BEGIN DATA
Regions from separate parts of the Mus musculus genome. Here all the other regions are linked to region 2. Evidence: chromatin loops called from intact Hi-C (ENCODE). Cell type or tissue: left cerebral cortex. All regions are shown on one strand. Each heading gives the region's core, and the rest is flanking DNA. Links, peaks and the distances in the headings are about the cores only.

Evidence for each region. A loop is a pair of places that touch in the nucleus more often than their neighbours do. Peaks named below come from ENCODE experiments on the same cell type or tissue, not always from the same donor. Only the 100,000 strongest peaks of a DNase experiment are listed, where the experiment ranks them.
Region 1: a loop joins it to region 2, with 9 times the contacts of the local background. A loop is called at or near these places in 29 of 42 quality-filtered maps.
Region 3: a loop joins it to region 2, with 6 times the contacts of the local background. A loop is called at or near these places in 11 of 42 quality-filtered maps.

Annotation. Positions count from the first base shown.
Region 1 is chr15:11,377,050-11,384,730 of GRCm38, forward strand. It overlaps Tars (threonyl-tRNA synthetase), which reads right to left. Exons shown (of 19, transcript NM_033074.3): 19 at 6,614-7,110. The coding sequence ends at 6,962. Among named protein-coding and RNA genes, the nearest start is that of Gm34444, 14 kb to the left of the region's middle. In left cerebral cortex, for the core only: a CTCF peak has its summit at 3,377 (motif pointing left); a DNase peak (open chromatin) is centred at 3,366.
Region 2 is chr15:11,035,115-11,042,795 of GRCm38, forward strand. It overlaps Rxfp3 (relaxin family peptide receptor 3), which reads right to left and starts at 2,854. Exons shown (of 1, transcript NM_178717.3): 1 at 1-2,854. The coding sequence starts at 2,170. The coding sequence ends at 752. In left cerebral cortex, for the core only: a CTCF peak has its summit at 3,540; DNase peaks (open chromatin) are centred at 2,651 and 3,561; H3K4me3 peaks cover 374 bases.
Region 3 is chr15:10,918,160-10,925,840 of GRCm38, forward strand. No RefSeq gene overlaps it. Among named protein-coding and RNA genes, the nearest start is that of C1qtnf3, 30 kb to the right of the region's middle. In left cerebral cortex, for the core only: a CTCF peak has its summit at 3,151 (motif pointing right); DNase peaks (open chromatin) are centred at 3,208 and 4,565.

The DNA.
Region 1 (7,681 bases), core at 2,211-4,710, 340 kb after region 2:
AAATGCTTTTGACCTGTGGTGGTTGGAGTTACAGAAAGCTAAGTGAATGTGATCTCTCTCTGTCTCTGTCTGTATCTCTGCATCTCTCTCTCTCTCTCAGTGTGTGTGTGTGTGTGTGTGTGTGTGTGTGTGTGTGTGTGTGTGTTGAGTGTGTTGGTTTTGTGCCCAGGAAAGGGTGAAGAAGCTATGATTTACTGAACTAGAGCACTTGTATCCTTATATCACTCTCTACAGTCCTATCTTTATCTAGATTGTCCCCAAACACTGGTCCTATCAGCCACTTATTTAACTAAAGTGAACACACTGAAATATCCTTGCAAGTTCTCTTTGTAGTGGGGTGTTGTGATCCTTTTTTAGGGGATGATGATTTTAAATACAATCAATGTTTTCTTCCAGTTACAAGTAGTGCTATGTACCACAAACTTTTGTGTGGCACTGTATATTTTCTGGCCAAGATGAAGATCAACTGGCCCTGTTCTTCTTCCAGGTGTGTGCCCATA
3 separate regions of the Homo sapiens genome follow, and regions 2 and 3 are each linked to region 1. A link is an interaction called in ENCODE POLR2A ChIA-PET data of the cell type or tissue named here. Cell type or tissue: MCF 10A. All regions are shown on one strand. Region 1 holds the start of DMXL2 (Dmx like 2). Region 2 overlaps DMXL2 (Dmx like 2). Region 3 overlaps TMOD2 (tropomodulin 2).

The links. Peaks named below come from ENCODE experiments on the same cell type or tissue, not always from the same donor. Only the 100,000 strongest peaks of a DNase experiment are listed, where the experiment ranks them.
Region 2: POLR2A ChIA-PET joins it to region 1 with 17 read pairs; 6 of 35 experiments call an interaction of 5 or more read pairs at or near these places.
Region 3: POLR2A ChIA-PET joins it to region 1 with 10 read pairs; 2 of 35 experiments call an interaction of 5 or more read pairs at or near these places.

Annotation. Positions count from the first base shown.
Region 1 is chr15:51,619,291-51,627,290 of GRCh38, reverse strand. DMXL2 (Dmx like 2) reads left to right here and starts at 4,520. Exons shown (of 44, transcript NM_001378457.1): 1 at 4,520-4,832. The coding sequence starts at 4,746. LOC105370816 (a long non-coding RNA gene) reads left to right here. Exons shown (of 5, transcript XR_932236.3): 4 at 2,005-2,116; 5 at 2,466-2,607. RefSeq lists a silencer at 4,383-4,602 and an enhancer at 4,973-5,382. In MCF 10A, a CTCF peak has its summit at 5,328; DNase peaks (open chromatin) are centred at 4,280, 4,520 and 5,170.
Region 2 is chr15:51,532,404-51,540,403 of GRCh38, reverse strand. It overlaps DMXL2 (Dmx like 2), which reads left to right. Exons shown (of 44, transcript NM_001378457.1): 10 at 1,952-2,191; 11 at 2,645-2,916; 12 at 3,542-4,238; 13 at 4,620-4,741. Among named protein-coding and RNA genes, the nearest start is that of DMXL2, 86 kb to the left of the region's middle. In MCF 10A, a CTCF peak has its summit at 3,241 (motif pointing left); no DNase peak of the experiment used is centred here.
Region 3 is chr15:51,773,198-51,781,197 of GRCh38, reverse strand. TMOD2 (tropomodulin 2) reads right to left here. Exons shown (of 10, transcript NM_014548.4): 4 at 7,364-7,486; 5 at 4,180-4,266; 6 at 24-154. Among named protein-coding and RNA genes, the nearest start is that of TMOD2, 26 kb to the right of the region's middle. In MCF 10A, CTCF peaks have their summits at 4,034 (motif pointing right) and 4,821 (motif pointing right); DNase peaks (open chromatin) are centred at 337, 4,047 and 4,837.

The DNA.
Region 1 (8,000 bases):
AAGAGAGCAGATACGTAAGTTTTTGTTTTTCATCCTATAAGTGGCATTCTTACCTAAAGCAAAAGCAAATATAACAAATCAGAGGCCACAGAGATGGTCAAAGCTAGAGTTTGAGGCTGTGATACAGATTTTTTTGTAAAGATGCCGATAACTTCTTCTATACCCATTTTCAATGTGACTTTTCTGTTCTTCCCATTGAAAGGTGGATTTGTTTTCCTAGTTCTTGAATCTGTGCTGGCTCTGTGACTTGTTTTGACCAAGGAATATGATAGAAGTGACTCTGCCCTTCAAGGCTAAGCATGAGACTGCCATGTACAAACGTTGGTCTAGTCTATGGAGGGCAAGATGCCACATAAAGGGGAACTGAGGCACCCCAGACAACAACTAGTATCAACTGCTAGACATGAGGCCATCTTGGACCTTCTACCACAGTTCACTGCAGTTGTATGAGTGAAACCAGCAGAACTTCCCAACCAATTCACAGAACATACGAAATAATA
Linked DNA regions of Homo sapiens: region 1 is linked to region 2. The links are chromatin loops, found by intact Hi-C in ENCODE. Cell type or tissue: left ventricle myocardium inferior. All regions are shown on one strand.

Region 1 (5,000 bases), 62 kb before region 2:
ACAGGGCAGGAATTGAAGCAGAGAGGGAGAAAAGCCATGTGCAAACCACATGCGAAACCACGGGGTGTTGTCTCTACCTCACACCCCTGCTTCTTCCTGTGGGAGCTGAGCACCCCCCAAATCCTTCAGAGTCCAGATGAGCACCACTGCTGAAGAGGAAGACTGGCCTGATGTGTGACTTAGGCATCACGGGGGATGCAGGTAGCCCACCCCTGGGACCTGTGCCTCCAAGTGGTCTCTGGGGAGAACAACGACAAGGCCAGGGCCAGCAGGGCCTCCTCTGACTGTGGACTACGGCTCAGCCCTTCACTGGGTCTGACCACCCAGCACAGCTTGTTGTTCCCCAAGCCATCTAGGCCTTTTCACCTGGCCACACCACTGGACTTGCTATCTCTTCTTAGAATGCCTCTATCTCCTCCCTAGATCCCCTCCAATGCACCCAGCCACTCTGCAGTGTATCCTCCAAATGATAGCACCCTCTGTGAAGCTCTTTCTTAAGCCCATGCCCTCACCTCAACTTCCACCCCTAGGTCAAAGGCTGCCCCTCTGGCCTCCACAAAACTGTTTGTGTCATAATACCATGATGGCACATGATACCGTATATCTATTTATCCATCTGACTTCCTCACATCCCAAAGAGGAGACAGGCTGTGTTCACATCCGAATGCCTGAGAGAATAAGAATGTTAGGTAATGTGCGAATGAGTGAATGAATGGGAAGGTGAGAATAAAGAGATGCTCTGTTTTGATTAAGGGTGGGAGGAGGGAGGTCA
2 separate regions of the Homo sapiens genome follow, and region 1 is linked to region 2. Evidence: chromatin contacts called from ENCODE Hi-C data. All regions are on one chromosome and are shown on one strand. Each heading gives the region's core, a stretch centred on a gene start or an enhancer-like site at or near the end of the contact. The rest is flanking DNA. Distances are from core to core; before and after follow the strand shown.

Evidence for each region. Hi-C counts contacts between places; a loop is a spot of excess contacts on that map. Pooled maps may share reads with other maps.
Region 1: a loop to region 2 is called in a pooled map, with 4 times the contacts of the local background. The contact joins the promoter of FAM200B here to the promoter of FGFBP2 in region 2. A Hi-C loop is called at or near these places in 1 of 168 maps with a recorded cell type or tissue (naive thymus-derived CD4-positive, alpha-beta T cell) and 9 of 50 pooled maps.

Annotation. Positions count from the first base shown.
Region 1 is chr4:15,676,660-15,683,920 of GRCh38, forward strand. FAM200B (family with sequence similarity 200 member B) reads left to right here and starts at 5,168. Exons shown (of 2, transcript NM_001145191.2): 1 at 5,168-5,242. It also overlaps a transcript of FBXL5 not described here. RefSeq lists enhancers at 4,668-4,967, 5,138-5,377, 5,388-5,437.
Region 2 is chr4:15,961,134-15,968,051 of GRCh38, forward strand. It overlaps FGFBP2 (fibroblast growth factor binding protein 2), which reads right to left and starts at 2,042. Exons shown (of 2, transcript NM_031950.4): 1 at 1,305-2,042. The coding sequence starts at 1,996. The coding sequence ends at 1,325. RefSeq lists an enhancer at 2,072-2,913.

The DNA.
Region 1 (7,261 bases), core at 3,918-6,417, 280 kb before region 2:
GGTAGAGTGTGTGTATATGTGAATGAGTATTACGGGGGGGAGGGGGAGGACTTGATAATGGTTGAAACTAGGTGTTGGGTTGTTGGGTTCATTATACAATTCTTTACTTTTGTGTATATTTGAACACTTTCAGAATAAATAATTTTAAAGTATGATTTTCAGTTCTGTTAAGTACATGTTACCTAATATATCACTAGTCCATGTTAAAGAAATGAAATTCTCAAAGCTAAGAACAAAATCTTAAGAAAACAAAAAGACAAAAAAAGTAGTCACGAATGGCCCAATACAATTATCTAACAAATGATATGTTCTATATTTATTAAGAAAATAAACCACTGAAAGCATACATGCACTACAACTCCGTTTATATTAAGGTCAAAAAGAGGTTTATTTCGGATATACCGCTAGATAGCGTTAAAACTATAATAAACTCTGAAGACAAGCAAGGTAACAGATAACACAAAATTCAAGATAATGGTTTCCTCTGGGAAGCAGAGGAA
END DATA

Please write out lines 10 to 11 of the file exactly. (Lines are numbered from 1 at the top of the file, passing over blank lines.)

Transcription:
Region 1 (7,681 bases), core at 2,211-4,710, 340 kb after region 2:
AAATGCTTTTGACCTGTGGTGGTTGGAGTTACAGAAAGCTAAGTGAATGTGATCTCTCTCTGTCTCTGTCTGTATCTCTGCATCTCTCTCTCTCTCTCAGTGTGTGTGTGTGTGTGTGTGTGTGTGTGTGTGTGTGTGTGTGTGTTGAGTGTGTTGGTTTTGTGCCCAGGAAAGGGTGAAGAAGCTATGATTTACTGAACTAGAGCACTTGTATCCTTATATCACTCTCTACAGTCCTATCTTTATCTAGATTGTCCCCAAACACTGGTCCTATCAGCCACTTATTTAACTAAAGTGAACACACTGAAATATCCTTGCAAGTTCTCTTTGTAGTGGGGTGTTGTGATCCTTTTTTAGGGGATGATGATTTTAAATACAATCAATGTTTTCTTCCAGTTACAAGTAGTGCTATGTACCACAAACTTTTGTGTGGCACTGTATATTTTCTGGCCAAGATGAAGATCAACTGGCCCTGTTCTTCTTCCAGGTGTGTGCCCATA